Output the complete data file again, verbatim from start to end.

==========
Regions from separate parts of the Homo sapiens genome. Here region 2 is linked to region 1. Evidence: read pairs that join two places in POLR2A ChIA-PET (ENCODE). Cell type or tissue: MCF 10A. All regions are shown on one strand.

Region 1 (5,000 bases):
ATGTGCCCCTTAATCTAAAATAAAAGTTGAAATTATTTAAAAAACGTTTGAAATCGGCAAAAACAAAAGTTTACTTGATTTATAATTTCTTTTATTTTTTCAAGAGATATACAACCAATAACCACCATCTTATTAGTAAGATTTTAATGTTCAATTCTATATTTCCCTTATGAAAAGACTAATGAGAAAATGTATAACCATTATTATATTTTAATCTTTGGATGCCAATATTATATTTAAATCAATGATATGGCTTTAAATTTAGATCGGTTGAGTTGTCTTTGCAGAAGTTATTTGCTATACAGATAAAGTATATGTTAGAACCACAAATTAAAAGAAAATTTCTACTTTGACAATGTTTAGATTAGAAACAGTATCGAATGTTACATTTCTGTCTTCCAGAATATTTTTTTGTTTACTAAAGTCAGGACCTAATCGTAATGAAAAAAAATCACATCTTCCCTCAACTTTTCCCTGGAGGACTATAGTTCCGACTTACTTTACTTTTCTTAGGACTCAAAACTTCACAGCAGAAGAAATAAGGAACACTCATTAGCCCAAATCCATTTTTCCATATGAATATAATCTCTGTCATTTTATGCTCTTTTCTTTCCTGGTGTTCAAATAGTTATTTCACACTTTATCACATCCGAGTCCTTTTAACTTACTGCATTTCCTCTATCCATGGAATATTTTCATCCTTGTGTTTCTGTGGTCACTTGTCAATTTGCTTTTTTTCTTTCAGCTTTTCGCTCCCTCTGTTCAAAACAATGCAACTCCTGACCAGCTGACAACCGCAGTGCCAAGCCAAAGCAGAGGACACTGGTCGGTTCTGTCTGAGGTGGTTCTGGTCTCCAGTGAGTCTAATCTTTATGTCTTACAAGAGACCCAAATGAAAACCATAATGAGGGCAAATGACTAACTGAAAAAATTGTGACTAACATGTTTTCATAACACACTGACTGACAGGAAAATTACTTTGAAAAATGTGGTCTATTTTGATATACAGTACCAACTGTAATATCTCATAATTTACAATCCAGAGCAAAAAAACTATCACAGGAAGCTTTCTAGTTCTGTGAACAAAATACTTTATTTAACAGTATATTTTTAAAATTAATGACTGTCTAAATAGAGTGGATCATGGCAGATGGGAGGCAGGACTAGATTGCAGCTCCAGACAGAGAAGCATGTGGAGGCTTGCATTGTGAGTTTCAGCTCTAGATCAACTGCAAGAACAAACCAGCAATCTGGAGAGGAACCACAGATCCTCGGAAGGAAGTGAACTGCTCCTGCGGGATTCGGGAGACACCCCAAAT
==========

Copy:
Regions from separate parts of the Homo sapiens genome. Here region 2 is linked to region 1. Evidence: read pairs that join two places in POLR2A ChIA-PET (ENCODE). Cell type or tissue: MCF 10A. All regions are shown on one strand.

Region 1 (5,000 bases):
ATGTGCCCCTTAATCTAAAATAAAAGTTGAAATTATTTAAAAAACGTTTGAAATCGGCAAAAACAAAAGTTTACTTGATTTATAATTTCTTTTATTTTTTCAAGAGATATACAACCAATAACCACCATCTTATTAGTAAGATTTTAATGTTCAATTCTATATTTCCCTTATGAAAAGACTAATGAGAAAATGTATAACCATTATTATATTTTAATCTTTGGATGCCAATATTATATTTAAATCAATGATATGGCTTTAAATTTAGATCGGTTGAGTTGTCTTTGCAGAAGTTATTTGCTATACAGATAAAGTATATGTTAGAACCACAAATTAAAAGAAAATTTCTACTTTGACAATGTTTAGATTAGAAACAGTATCGAATGTTACATTTCTGTCTTCCAGAATATTTTTTTGTTTACTAAAGTCAGGACCTAATCGTAATGAAAAAAAATCACATCTTCCCTCAACTTTTCCCTGGAGGACTATAGTTCCGACTTACTTTACTTTTCTTAGGACTCAAAACTTCACAGCAGAAGAAATAAGGAACACTCATTAGCCCAAATCCATTTTTCCATATGAATATAATCTCTGTCATTTTATGCTCTTTTCTTTCCTGGTGTTCAAATAGTTATTTCACACTTTATCACATCCGAGTCCTTTTAACTTACTGCATTTCCTCTATCCATGGAATATTTTCATCCTTGTGTTTCTGTGGTCACTTGTCAATTTGCTTTTTTTCTTTCAGCTTTTCGCTCCCTCTGTTCAAAACAATGCAACTCCTGACCAGCTGACAACCGCAGTGCCAAGCCAAAGCAGAGGACACTGGTCGGTTCTGTCTGAGGTGGTTCTGGTCTCCAGTGAGTCTAATCTTTATGTCTTACAAGAGACCCAAATGAAAACCATAATGAGGGCAAATGACTAACTGAAAAAATTGTGACTAACATGTTTTCATAACACACTGACTGACAGGAAAATTACTTTGAAAAATGTGGTCTATTTTGATATACAGTACCAACTGTAATATCTCATAATTTACAATCCAGAGCAAAAAAACTATCACAGGAAGCTTTCTAGTTCTGTGAACAAAATACTTTATTTAACAGTATATTTTTAAAATTAATGACTGTCTAAATAGAGTGGATCATGGCAGATGGGAGGCAGGACTAGATTGCAGCTCCAGACAGAGAAGCATGTGGAGGCTTGCATTGTGAGTTTCAGCTCTAGATCAACTGCAAGAACAAACCAGCAATCTGGAGAGGAACCACAGATCCTCGGAAGGAAGTGAACTGCTCCTGCGGGATTCGGGAGACACCCCAAAT